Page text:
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The conflict between professional and bureaucratic models ofbehaviour has long been recognised. Evidence provided in theprofessional/bureaucratic literature indicates that…
The conflict between professional and bureaucratic models of behaviour has long been recognised. Evidence provided in the professional/bureaucratic literature indicates that this conflict will impact on the effectiveness of management control systems when dominant professionals, such as physicians, are incorporated into bureaucratic organisations. This article elaborates Mintzberg′s (1979) professional bureaucracy model and empirically examines a number of propositions concerning the way in which activities are controlled and coordinated in hospitals. An analysis of 192 subunit managers in four large Australian teaching hospitals indicated significant differences in the use of control and co‐ordinating mechanisms by health care professionals who manage core operating subunits and managers of subunits which provide support services. These differences do not all follow the predictions of Mintzberg′s model.
Mergers are important and challenging elements in hospital reforms. The authors study the social aspects of management and the roles of middle managers in the aftermath of a hospital merger. Especially, the purpose of this paper is to investigate how professional staff and middle managers perceive their relationships with top managers several years after the merger.
A survey was conducted among the professional staff in two merging hospitals’ units six years after a merger. Based on the main findings from this survey, a follow-up interview study was done with a group of middle managers.
The management practices were diagnostic with few interactive or communicative activities. The respondents expressed that mistrust developed between the staff and the top management, and a lack of involvement and interaction lead to decoupled and parallel organizations. Social controls, based on shared norms, had not been developed to create mutual commitment and engagement.
Policy makers should be aware of the need in profound change processes not only to change the tangible elements, but to take care of changing the less tangible elements such as norms and values. Professionals in hospitals are in powerful positions, and changes in such organizations are dependent on trust-building, bottom-up initiatives and evolutionary pathways.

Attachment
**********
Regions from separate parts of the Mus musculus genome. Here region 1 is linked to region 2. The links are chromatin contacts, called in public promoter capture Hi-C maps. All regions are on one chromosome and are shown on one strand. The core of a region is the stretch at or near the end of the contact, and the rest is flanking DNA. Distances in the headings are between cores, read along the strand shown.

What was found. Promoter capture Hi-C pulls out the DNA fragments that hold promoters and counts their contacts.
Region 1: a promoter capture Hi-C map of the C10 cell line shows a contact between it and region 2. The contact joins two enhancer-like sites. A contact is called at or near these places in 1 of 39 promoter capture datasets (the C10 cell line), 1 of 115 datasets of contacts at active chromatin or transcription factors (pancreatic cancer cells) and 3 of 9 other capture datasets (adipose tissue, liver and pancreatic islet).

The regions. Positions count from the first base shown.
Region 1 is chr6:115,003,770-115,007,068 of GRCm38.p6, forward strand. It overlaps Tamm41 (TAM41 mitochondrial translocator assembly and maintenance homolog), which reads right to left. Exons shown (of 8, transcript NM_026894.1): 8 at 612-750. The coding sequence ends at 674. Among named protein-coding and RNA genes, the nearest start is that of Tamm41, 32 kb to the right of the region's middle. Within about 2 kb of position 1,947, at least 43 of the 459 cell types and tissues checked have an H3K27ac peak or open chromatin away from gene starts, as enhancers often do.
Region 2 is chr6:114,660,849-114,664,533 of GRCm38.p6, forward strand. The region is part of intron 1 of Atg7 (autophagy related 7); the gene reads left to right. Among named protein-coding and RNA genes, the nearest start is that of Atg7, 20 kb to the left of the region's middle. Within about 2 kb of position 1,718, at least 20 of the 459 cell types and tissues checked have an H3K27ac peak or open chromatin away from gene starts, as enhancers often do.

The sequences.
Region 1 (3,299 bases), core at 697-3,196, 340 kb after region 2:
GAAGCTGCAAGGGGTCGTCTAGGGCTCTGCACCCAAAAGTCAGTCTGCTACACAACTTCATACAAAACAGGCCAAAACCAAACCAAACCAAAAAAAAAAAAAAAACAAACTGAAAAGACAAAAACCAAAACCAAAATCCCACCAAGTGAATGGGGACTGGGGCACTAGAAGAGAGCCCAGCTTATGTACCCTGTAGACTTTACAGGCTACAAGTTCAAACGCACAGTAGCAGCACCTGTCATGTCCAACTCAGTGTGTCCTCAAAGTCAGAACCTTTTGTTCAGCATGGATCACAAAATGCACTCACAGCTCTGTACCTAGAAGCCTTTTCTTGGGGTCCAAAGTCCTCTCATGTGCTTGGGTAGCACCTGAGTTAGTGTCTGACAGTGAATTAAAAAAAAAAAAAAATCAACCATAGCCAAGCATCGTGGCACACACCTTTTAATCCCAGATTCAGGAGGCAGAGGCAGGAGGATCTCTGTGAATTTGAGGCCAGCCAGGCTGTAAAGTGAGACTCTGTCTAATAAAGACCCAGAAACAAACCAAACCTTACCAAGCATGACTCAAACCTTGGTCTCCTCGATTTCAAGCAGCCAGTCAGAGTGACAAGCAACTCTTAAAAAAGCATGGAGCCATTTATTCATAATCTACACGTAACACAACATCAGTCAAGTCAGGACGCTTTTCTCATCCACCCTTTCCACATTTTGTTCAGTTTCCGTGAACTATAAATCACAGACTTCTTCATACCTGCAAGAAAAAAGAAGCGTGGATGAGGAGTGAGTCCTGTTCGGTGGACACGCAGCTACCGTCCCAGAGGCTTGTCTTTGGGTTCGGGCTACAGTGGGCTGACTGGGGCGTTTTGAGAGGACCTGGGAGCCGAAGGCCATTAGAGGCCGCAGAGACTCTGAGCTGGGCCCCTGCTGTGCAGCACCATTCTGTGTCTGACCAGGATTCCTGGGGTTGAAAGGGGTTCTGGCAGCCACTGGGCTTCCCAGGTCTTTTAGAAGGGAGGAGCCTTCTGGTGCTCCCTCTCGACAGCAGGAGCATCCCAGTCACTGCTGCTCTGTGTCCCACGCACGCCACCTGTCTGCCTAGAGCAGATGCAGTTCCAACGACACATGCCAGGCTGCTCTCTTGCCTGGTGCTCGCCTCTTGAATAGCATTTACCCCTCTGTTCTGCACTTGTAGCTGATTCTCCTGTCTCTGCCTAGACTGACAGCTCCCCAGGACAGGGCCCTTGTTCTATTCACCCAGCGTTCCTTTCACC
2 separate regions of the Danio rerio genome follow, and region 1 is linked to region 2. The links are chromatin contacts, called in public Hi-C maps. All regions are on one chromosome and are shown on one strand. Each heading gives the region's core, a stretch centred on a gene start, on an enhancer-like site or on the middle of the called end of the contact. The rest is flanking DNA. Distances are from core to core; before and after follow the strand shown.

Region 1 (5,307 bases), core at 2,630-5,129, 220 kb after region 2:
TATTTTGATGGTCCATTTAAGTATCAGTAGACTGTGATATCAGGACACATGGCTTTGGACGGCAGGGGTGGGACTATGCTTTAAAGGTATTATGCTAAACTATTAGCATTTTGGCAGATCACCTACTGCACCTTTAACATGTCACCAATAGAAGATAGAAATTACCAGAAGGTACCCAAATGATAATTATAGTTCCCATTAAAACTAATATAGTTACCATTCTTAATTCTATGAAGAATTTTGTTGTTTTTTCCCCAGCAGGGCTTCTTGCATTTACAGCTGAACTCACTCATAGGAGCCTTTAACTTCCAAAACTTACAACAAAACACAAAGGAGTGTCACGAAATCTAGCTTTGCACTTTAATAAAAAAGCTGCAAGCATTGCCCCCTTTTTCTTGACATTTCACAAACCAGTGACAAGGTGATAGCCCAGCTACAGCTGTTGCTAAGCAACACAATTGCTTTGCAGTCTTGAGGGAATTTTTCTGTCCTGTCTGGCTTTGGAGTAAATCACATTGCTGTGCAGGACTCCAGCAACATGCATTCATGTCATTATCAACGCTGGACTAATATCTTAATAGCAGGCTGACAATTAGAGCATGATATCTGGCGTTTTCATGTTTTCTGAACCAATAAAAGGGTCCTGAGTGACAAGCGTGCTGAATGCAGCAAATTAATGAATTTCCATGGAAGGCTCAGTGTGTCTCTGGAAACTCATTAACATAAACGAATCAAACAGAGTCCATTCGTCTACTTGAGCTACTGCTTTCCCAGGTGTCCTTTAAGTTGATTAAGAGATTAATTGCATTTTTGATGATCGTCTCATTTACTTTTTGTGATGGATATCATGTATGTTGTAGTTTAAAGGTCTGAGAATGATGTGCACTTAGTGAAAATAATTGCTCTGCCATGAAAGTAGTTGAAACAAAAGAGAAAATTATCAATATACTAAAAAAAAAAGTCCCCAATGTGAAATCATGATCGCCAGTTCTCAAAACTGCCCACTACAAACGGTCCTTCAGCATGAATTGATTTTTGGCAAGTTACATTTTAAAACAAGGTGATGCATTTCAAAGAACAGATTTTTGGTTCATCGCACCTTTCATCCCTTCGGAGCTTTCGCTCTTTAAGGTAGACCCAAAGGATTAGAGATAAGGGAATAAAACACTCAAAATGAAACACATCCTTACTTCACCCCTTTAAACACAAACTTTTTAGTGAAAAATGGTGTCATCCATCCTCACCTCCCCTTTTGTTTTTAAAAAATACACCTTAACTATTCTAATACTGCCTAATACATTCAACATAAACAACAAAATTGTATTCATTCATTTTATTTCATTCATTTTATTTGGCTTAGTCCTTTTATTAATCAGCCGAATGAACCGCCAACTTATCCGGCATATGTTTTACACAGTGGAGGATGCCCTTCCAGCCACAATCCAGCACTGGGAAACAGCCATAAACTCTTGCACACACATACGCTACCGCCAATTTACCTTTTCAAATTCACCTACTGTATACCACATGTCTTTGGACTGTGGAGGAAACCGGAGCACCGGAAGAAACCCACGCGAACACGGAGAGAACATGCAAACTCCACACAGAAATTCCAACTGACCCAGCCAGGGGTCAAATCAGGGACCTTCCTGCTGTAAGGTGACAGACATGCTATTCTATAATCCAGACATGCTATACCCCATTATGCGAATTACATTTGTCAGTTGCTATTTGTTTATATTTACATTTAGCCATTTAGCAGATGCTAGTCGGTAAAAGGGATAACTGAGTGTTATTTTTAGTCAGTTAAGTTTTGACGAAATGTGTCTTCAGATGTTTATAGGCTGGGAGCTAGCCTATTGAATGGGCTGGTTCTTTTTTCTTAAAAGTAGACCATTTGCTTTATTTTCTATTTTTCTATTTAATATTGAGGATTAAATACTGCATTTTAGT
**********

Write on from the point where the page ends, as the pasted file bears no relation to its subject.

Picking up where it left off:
The paper addresses the need to understand the dynamics of the social aspect in managing hospitals as knowledge-intensive organizations when comprehensive restructuring processes are taking place over several years.
This paper presents a study which goes beyond the process of constructing performance measures in hospital Intensive Care Units (ICUs). The making of input-output measures…
This paper presents a study which goes beyond the process of constructing performance measures in hospital Intensive Care Units (ICUs). The making of input-output measures in ICUs should be based on richer information than statistics normally found in the hospitals' patient administrative systems. A study of national sample of ICUs was conducted in Norwegian hospitals to analyse the relations between abstract and more concrete measures of unit performance. We found that there are not necessarily conflicts between abstract perceptional measures and more concrete efficiency measures in high-reliability organisations like ICUs. Reliable performance requires a well-developed collective mind to form an attentive, complex system tied together by trust. To improve health care management more attention should be directed towards the practical implications of the interrelationships between different elements of performance measures.